Nextly, this freedom of expression displayed by European papers seems to be largely onesided, which is true to some extent in the US. If mocking religions is a form of freedom of speech, why were cartoons of Jesus turned down by the same paper that published the cartoons now causing riots in the Middle East? Why not anti-semitic cartoons? This exposes, as far as we're concerned, one of the biggest faults in this whole debacle. When the European newspapers all published these cartoons, they didn't show a united stand for free speech, they showed their beliefs, because publishing something that's simply contreversial is not an expression of any sort of liberty other than the freedom to be a dick.
Perhaps Iranian Truth put it better:
Given that the cartoons lack any genuine political point except to brand a group of people as well as their prophet as murderers, I sincerely think they reflect current prejudicial perceptions of Muslims.However, these papers have every right to do that. We'd just like to clarify that these newspapers are not providing someone with a vehicle to express himself, they are exercising their own freedom of expression using the cartoonists as a vehicle to do so.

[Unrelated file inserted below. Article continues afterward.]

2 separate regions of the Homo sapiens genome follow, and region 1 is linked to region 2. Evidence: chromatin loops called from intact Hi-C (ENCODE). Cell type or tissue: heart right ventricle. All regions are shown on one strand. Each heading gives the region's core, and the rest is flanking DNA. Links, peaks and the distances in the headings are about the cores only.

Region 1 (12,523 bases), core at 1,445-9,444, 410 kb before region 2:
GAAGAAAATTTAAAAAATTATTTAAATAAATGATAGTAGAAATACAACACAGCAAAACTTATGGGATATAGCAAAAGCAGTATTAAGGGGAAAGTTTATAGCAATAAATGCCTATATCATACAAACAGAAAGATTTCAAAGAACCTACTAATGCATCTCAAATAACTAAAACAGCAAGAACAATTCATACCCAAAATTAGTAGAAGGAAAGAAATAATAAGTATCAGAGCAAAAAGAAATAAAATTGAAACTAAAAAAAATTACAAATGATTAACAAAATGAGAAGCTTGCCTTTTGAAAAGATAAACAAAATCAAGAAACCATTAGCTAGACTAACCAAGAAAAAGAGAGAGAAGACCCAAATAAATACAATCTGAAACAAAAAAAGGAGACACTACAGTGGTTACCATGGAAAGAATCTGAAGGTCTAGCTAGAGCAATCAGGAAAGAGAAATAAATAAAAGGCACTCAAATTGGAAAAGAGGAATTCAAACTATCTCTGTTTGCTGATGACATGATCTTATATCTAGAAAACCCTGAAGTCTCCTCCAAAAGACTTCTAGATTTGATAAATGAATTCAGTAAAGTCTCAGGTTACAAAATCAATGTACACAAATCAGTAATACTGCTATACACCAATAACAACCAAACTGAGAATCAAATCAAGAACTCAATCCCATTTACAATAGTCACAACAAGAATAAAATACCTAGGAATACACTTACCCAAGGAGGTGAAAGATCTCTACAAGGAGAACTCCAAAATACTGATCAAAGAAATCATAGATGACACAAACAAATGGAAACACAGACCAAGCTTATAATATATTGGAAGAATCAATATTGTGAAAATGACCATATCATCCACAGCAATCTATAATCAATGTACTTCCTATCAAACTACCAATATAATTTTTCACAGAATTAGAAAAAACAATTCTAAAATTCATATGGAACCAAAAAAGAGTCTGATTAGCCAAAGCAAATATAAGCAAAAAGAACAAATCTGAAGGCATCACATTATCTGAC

Here's an example: if Billy Bob is in Kansas and he draws a series of cartoons depicting Mexicans as lazy, coniving, dirty, backwards, etc., would an American newspaper be violating his right to free speech by not publishing them? No. Billy Bob has every right to spend his own money to publish his cartoons in the Billy Bob Tribune, but if a newspaper publishes the cartoons for him, they are accepting that that cartoon expresses some view that is important to the interests of that paper. You don't see liberal political cartoons in conservative papers, do you? You don't see atheist cartoons in Christian newspapers, do you?
Now, saying that, we also think there's a considerable amount of criticism due Muslims and their leaders. For that, since none of us are from the area, we'll take it to the Middle Eastern bloggers. At Iraq the Model, they write that most of the actions taken against the cartoons have been futile in that they don't harm the governments being attacked, rather they brutalize the Iraqi people. It is an example of the saying, "The bird got mad at the grain field."